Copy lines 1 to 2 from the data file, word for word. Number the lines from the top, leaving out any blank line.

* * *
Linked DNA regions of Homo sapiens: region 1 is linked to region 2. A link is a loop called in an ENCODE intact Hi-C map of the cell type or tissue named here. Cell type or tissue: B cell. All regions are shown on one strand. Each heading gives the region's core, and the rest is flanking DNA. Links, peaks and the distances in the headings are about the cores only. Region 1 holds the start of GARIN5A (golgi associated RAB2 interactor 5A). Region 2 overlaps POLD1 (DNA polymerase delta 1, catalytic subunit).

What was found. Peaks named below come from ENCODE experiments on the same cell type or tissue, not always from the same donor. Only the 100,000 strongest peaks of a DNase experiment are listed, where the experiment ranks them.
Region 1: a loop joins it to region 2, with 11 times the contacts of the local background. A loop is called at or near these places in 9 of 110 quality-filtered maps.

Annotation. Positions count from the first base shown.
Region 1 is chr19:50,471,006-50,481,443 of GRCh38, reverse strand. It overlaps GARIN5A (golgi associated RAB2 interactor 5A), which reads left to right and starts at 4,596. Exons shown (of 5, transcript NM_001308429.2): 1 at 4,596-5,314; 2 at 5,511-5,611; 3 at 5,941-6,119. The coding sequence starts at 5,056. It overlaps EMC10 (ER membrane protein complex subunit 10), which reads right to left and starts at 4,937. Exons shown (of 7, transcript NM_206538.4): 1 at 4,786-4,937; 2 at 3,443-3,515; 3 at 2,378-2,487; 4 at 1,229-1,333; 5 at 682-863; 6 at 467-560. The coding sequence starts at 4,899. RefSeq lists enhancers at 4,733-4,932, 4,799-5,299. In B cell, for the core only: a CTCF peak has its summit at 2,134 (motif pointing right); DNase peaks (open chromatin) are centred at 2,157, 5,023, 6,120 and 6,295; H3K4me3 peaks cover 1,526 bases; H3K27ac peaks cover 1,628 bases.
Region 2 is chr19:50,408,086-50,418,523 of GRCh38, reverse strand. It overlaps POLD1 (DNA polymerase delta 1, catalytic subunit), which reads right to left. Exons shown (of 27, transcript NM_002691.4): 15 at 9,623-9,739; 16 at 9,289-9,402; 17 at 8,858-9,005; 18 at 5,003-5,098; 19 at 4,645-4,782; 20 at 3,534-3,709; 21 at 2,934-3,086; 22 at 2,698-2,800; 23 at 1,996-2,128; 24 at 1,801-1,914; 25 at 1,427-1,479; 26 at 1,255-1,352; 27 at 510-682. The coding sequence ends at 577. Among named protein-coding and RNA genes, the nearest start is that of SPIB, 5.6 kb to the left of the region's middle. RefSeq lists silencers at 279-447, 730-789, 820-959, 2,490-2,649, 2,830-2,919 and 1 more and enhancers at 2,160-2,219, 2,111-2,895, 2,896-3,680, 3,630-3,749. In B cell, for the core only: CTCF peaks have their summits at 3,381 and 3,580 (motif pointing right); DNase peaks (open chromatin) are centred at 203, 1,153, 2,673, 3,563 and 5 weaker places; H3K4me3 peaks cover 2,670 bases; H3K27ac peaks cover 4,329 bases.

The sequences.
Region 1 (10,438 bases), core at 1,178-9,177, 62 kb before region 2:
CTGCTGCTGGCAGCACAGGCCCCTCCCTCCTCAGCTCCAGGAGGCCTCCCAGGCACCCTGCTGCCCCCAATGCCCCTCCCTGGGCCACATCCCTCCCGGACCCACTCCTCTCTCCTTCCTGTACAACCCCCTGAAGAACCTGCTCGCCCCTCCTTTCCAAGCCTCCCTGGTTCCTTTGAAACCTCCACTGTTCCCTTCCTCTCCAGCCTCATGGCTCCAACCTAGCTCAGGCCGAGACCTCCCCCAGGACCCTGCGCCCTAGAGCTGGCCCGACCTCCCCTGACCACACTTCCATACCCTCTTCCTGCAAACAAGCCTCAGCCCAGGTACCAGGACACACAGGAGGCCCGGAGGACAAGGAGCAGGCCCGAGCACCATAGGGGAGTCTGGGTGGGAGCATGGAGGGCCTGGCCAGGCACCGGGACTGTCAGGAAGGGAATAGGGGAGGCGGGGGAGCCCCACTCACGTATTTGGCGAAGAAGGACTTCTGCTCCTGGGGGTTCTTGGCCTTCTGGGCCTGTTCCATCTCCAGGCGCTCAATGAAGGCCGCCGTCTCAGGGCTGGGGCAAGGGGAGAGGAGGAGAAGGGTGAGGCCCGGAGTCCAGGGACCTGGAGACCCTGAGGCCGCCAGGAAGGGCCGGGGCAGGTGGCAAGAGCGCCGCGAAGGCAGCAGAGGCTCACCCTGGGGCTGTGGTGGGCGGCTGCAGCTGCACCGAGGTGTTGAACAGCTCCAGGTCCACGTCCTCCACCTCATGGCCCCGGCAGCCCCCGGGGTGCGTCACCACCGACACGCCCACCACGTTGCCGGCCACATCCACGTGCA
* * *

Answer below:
Linked DNA regions of Homo sapiens: region 1 is linked to region 2. A link is a loop called in an ENCODE intact Hi-C map of the cell type or tissue named here. Cell type or tissue: B cell. All regions are shown on one strand. Each heading gives the region's core, and the rest is flanking DNA. Links, peaks and the distances in the headings are about the cores only. Region 1 holds the start of GARIN5A (golgi associated RAB2 interactor 5A). Region 2 overlaps POLD1 (DNA polymerase delta 1, catalytic subunit).

What was found. Peaks named below come from ENCODE experiments on the same cell type or tissue, not always from the same donor. Only the 100,000 strongest peaks of a DNase experiment are listed, where the experiment ranks them.